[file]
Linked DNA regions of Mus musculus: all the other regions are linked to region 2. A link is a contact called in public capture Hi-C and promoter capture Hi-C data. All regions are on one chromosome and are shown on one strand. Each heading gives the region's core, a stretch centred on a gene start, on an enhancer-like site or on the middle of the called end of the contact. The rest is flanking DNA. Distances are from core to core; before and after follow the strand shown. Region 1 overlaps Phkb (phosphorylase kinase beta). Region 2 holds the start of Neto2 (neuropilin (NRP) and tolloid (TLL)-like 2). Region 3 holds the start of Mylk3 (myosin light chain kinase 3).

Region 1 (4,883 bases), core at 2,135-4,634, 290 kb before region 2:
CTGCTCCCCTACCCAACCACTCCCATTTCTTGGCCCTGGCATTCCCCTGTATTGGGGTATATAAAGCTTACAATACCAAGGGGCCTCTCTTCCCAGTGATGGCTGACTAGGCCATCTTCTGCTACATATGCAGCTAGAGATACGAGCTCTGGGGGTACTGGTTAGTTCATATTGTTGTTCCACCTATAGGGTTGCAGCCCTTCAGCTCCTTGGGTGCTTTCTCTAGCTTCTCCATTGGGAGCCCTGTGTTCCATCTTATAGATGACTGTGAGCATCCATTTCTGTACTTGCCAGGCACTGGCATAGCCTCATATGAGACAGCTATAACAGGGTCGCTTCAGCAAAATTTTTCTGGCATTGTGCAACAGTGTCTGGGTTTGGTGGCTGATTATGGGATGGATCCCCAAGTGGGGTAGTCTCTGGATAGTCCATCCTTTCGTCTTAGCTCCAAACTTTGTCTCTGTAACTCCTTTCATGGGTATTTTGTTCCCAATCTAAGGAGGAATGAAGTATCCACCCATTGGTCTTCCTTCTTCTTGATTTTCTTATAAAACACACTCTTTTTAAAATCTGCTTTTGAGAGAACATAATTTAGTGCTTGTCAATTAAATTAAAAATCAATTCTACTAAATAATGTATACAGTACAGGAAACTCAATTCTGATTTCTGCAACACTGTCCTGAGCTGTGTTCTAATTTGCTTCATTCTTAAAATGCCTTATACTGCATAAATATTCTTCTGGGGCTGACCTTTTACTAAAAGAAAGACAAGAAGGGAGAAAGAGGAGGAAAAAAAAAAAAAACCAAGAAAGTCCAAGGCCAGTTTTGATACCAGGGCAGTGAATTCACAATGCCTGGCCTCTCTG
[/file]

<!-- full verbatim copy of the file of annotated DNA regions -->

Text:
Linked DNA regions of Mus musculus: all the other regions are linked to region 2. A link is a contact called in public capture Hi-C and promoter capture Hi-C data. All regions are on one chromosome and are shown on one strand. Each heading gives the region's core, a stretch centred on a gene start, on an enhancer-like site or on the middle of the called end of the contact. The rest is flanking DNA. Distances are from core to core; before and after follow the strand shown. Region 1 overlaps Phkb (phosphorylase kinase beta). Region 2 holds the start of Neto2 (neuropilin (NRP) and tolloid (TLL)-like 2). Region 3 holds the start of Mylk3 (myosin light chain kinase 3).

Region 1 (4,883 bases), core at 2,135-4,634, 290 kb before region 2:
CTGCTCCCCTACCCAACCACTCCCATTTCTTGGCCCTGGCATTCCCCTGTATTGGGGTATATAAAGCTTACAATACCAAGGGGCCTCTCTTCCCAGTGATGGCTGACTAGGCCATCTTCTGCTACATATGCAGCTAGAGATACGAGCTCTGGGGGTACTGGTTAGTTCATATTGTTGTTCCACCTATAGGGTTGCAGCCCTTCAGCTCCTTGGGTGCTTTCTCTAGCTTCTCCATTGGGAGCCCTGTGTTCCATCTTATAGATGACTGTGAGCATCCATTTCTGTACTTGCCAGGCACTGGCATAGCCTCATATGAGACAGCTATAACAGGGTCGCTTCAGCAAAATTTTTCTGGCATTGTGCAACAGTGTCTGGGTTTGGTGGCTGATTATGGGATGGATCCCCAAGTGGGGTAGTCTCTGGATAGTCCATCCTTTCGTCTTAGCTCCAAACTTTGTCTCTGTAACTCCTTTCATGGGTATTTTGTTCCCAATCTAAGGAGGAATGAAGTATCCACCCATTGGTCTTCCTTCTTCTTGATTTTCTTATAAAACACACTCTTTTTAAAATCTGCTTTTGAGAGAACATAATTTAGTGCTTGTCAATTAAATTAAAAATCAATTCTACTAAATAATGTATACAGTACAGGAAACTCAATTCTGATTTCTGCAACACTGTCCTGAGCTGTGTTCTAATTTGCTTCATTCTTAAAATGCCTTATACTGCATAAATATTCTTCTGGGGCTGACCTTTTACTAAAAGAAAGACAAGAAGGGAGAAAGAGGAGGAAAAAAAAAAAAAACCAAGAAAGTCCAAGGCCAGTTTTGATACCAGGGCAGTGAATTCACAATGCCTGGCCTCTCTG